This paper responds to a recently popular objection to non-naturalist, robust moral realism. The objection is that moral realism is morally objectionable, because realists are committed to taking evidence about the distribution (or non-existence) of non-natural properties to be relevant to their first-order moral commitments. I argue that such objections fail. The moral realist is indeed committed to conditionals such as “If there are no non-natural properties, then no action is wrong.” But the realist is not committed to using this conditional in a modus-ponens inference upon coming to believe its antecedent. Placing the discussion in a wider epistemological discussion—here, that of “junk-knowledge”, and of how background knowledge determines the relevance of purported evidence—shows that this objection does not exert a price from the realist.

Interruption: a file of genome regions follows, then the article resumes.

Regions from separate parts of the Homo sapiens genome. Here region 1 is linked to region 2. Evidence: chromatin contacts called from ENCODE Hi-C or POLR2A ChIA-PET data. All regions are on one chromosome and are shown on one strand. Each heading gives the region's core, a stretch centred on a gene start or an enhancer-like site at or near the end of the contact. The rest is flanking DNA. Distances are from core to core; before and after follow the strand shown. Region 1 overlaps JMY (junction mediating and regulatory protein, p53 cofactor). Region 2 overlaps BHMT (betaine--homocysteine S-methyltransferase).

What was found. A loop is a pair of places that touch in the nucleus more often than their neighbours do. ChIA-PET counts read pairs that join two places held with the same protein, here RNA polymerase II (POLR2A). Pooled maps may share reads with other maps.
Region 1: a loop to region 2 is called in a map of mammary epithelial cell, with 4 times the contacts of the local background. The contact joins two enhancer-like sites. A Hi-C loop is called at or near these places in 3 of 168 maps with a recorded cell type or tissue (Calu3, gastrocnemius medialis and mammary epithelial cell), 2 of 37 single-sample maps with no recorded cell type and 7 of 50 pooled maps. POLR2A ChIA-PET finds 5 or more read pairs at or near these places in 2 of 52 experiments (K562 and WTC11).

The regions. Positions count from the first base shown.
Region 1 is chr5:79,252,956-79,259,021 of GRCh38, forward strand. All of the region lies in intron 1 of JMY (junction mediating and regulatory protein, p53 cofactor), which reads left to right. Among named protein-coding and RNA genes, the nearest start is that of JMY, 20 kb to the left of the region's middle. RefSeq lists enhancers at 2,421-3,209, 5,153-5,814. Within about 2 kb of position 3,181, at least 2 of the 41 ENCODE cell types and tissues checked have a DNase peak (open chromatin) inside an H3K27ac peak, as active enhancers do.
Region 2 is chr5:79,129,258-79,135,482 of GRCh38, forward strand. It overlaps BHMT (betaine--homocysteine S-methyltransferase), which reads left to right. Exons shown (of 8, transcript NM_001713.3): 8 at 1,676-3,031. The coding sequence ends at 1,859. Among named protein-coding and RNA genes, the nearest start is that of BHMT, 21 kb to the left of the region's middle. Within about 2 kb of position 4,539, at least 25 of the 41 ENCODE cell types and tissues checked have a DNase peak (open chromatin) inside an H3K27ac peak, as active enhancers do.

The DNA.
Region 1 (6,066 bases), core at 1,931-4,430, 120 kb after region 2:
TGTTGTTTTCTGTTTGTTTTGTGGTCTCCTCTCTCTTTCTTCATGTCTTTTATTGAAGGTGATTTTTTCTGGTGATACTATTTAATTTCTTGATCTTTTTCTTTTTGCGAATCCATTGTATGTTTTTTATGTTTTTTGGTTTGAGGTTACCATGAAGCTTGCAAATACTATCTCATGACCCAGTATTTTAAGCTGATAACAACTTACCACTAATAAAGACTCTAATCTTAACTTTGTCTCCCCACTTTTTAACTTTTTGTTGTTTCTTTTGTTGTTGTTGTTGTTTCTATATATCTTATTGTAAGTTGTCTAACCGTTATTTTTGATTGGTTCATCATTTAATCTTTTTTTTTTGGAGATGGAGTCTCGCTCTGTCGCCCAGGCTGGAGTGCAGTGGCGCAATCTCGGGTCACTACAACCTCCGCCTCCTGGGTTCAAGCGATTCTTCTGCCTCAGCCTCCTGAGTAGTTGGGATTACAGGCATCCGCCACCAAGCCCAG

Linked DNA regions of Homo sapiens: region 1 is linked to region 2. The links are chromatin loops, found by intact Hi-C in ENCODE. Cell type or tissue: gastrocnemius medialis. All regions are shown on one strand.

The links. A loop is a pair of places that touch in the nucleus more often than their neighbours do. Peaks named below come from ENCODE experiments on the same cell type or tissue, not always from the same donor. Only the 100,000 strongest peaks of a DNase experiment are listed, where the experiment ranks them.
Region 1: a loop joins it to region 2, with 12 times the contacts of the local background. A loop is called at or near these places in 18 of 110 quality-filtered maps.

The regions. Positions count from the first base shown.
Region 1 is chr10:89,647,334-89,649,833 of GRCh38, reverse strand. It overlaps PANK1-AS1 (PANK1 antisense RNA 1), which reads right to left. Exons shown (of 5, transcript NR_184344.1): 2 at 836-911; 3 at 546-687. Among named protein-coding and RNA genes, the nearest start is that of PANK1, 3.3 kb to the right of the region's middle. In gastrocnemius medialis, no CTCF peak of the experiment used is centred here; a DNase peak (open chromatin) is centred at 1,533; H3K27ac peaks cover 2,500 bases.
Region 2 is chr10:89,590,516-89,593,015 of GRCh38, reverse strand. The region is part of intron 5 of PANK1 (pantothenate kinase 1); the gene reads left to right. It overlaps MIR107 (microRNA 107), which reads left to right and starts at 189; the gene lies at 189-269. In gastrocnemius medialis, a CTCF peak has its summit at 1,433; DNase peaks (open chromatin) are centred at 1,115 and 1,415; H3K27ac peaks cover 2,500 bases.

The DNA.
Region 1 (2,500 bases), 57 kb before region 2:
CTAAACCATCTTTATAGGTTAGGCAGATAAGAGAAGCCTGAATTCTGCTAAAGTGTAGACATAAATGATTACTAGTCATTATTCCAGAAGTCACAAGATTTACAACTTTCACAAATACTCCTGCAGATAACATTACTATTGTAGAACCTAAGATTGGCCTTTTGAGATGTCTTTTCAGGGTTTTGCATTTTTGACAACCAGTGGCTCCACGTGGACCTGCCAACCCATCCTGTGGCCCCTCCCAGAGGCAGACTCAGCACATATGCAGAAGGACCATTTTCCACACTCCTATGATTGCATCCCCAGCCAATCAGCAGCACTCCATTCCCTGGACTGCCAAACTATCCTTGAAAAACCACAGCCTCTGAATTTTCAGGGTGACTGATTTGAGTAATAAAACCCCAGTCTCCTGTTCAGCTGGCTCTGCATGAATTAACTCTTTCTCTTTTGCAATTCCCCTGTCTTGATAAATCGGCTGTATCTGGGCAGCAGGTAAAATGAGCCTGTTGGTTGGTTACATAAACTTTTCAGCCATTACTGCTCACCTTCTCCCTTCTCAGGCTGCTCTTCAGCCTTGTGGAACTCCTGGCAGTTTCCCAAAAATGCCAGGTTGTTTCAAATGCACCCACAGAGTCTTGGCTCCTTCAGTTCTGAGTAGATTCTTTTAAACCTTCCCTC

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- Moral realism